IN THE BOOK of 1 Samuel, we discover that Hannah couldn’t have children; the Lord had “closed her womb” (1:5 ESV).
In a culture where family lineage is a big deal, not having children caused much heartache.
With great sorrow, Hannah wept a vow to God that if he would give her a son, she would give her son to him.
It was a bold prayer, and as soon as you read it, you wonder how it will unfold.
God answered her prayer, and Hannah kept her word. It’s a poignant story.
After weaning her son, Samuel, she took him to the temple to be raised by Eli, the priest.
Every year when Hannah and her husband would make their pilgrimage to the temple to make their sacrifice, she would take Samuel a little robe she had made.
It isn’t hard to imagine the emotion of this annual pilgrimage, especially when the moment came to return home — without her son.
Eli wasn’t perfect, nor were his two sons.
But God isn’t stymied by imperfect people.
In spite of his being raised in a dysfunctional home, God orchestrated some amazing things, and “the young man Samuel continued to grow both in stature and in favor with the Lord and also with man” (1 Samuel 2:26).
Now zoom ahead about a thousand years.
A family is making their annual pilgrimage to Jerusalem for the Feast of the Passover (see Luke 2).
After a day’s journey on their way home after the festive event, father and mother notice that their 12-year-old son is missing.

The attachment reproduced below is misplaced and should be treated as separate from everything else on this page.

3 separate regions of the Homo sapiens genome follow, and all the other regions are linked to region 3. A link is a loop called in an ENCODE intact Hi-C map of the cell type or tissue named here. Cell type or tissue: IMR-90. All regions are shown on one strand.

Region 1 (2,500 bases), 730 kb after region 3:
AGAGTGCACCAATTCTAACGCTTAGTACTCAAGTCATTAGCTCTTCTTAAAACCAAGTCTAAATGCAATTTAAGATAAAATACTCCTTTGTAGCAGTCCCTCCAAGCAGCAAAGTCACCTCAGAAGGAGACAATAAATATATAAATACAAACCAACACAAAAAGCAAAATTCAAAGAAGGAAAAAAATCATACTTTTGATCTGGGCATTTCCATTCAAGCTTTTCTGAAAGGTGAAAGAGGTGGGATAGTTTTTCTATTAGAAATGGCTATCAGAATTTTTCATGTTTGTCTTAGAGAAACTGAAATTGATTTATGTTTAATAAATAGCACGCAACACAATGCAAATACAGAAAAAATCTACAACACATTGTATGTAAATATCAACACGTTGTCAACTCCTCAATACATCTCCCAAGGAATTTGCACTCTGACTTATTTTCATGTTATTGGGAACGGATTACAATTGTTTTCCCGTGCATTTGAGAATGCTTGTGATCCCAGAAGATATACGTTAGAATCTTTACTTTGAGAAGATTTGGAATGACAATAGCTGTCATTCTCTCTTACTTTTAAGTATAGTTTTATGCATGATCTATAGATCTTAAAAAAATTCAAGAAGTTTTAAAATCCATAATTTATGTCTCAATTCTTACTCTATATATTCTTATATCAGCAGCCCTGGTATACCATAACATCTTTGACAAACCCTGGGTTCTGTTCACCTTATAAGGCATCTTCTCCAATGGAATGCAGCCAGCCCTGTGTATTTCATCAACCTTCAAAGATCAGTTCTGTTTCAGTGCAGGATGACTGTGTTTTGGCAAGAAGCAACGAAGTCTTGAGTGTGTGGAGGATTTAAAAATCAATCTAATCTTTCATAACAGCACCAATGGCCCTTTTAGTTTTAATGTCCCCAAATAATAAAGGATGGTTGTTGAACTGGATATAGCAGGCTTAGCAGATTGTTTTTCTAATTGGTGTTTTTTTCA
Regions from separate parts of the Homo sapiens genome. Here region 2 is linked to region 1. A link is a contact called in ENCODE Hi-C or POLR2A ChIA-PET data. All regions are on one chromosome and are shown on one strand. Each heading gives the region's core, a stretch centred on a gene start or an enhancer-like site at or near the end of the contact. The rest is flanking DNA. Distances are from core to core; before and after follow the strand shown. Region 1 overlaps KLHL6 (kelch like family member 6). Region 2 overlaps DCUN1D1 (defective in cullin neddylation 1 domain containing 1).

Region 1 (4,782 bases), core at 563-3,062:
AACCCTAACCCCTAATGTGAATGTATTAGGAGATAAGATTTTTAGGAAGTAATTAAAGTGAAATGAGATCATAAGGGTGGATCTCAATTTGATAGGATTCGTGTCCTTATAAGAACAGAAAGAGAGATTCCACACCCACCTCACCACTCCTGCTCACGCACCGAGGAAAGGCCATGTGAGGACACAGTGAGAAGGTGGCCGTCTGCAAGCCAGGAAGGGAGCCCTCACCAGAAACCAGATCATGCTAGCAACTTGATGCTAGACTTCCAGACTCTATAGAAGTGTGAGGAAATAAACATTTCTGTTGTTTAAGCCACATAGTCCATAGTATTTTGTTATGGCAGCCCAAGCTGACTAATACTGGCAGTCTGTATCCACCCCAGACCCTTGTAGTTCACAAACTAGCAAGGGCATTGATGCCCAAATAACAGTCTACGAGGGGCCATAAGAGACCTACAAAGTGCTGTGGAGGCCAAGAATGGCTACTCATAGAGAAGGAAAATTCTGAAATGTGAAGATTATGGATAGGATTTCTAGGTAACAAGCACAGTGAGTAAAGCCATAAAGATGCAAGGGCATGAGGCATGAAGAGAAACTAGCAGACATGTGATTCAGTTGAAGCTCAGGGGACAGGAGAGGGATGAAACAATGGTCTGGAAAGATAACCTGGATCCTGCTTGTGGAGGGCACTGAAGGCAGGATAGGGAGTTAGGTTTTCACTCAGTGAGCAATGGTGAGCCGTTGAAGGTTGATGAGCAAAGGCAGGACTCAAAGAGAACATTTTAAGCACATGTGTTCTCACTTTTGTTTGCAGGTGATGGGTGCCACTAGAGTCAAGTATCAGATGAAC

Panic. Frantic searching.
They head back to Jerusalem and spend three days looking for their son.
Unbeknownst to them, their son had decided to stay in Jerusalem awhile to soak in some more information from the teachers in the temple, and they were pretty impressed with his knowledge.
As you can imagine, when Mom and Dad finally found him, Mom wanted some answers.
“Son, why have you treated us so? Behold, your father and I have been searching for you in great distress” (Luke 2:48).
(It would have been considerate if their son had texted them of his whereabouts.)
“And he said to them, ‘Why were you looking for me? Did you not know that I must be in my Father’s house?’ And they did not understand the saying that he spoke to them.
“And he went down with them and came to Nazareth and was submissive to them …
“And Jesus increased in wisdom and in stature and in favor with God and man” (Luke 2:49-52).
Both Samuel and Jesus grew in their wisdom, stature and favor with both God and man — and this is my prayer for all the young students returning to school this year.
Whether they’re starting kindergarten, college or anywhere in between, regardless of whatever home or family environment they’re living in, I pray they grow in wisdom, stature and favor with both God and man.
And I pray that God will use them mightily in the unfolding of his plan.
Issues of Faith is a rotating column by four religious leaders on the North Olympic Peninsula. The Rev. Greg Reynolds is pastor of Joyce Bible Church. His email is firstname.lastname@example.org.